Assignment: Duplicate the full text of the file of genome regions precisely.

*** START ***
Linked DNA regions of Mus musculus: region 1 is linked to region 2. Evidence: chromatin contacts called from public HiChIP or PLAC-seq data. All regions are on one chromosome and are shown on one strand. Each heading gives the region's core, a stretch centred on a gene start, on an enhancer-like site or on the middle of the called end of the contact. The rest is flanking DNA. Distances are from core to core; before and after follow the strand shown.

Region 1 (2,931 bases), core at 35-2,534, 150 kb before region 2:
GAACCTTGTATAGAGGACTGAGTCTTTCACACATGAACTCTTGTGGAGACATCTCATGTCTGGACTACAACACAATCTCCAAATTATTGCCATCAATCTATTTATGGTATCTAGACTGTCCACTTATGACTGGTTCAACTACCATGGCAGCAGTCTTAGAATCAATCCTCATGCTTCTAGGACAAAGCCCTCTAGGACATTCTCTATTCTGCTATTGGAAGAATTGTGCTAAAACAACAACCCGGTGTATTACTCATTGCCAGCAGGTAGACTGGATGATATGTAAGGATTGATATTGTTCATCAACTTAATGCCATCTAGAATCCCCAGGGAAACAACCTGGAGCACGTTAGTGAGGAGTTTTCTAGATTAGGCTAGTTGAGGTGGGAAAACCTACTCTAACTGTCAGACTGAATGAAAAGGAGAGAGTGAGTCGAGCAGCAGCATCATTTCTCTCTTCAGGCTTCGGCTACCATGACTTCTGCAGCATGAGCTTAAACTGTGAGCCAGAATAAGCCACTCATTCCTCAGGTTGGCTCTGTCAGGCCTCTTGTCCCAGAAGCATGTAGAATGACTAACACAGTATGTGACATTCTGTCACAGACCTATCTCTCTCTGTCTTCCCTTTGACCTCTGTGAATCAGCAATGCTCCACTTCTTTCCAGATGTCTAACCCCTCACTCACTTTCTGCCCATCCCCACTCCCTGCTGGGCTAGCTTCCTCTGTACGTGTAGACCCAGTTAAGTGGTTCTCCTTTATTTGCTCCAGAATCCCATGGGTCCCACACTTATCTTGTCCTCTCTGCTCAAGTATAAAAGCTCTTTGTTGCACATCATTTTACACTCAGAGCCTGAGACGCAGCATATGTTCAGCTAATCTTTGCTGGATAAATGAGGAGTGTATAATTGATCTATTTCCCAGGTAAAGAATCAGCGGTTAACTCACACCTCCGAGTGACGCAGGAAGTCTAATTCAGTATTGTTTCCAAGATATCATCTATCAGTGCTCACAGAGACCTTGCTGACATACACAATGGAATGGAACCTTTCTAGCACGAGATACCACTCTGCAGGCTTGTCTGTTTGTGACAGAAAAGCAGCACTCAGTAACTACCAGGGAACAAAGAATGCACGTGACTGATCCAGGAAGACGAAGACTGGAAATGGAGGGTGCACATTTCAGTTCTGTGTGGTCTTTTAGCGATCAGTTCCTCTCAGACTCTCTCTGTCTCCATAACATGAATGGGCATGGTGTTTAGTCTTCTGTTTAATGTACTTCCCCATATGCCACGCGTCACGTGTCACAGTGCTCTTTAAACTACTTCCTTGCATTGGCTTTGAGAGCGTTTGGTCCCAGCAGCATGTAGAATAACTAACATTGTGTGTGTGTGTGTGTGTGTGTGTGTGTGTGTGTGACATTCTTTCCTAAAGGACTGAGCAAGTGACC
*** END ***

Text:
Linked DNA regions of Mus musculus: region 1 is linked to region 2. Evidence: chromatin contacts called from public HiChIP or PLAC-seq data. All regions are on one chromosome and are shown on one strand. Each heading gives the region's core, a stretch centred on a gene start, on an enhancer-like site or on the middle of the called end of the contact. The rest is flanking DNA. Distances are from core to core; before and after follow the strand shown.

Region 1 (2,931 bases), core at 35-2,534, 150 kb before region 2:
GAACCTTGTATAGAGGACTGAGTCTTTCACACATGAACTCTTGTGGAGACATCTCATGTCTGGACTACAACACAATCTCCAAATTATTGCCATCAATCTATTTATGGTATCTAGACTGTCCACTTATGACTGGTTCAACTACCATGGCAGCAGTCTTAGAATCAATCCTCATGCTTCTAGGACAAAGCCCTCTAGGACATTCTCTATTCTGCTATTGGAAGAATTGTGCTAAAACAACAACCCGGTGTATTACTCATTGCCAGCAGGTAGACTGGATGATATGTAAGGATTGATATTGTTCATCAACTTAATGCCATCTAGAATCCCCAGGGAAACAACCTGGAGCACGTTAGTGAGGAGTTTTCTAGATTAGGCTAGTTGAGGTGGGAAAACCTACTCTAACTGTCAGACTGAATGAAAAGGAGAGAGTGAGTCGAGCAGCAGCATCATTTCTCTCTTCAGGCTTCGGCTACCATGACTTCTGCAGCATGAGCTTAAACTGTGAGCCAGAATAAGCCACTCATTCCTCAGGTTGGCTCTGTCAGGCCTCTTGTCCCAGAAGCATGTAGAATGACTAACACAGTATGTGACATTCTGTCACAGACCTATCTCTCTCTGTCTTCCCTTTGACCTCTGTGAATCAGCAATGCTCCACTTCTTTCCAGATGTCTAACCCCTCACTCACTTTCTGCCCATCCCCACTCCCTGCTGGGCTAGCTTCCTCTGTACGTGTAGACCCAGTTAAGTGGTTCTCCTTTATTTGCTCCAGAATCCCATGGGTCCCACACTTATCTTGTCCTCTCTGCTCAAGTATAAAAGCTCTTTGTTGCACATCATTTTACACTCAGAGCCTGAGACGCAGCATATGTTCAGCTAATCTTTGCTGGATAAATGAGGAGTGTATAATTGATCTATTTCCCAGGTAAAGAATCAGCGGTTAACTCACACCTCCGAGTGACGCAGGAAGTCTAATTCAGTATTGTTTCCAAGATATCATCTATCAGTGCTCACAGAGACCTTGCTGACATACACAATGGAATGGAACCTTTCTAGCACGAGATACCACTCTGCAGGCTTGTCTGTTTGTGACAGAAAAGCAGCACTCAGTAACTACCAGGGAACAAAGAATGCACGTGACTGATCCAGGAAGACGAAGACTGGAAATGGAGGGTGCACATTTCAGTTCTGTGTGGTCTTTTAGCGATCAGTTCCTCTCAGACTCTCTCTGTCTCCATAACATGAATGGGCATGGTGTTTAGTCTTCTGTTTAATGTACTTCCCCATATGCCACGCGTCACGTGTCACAGTGCTCTTTAAACTACTTCCTTGCATTGGCTTTGAGAGCGTTTGGTCCCAGCAGCATGTAGAATAACTAACATTGTGTGTGTGTGTGTGTGTGTGTGTGTGTGTGTGTGACATTCTTTCCTAAAGGACTGAGCAAGTGACC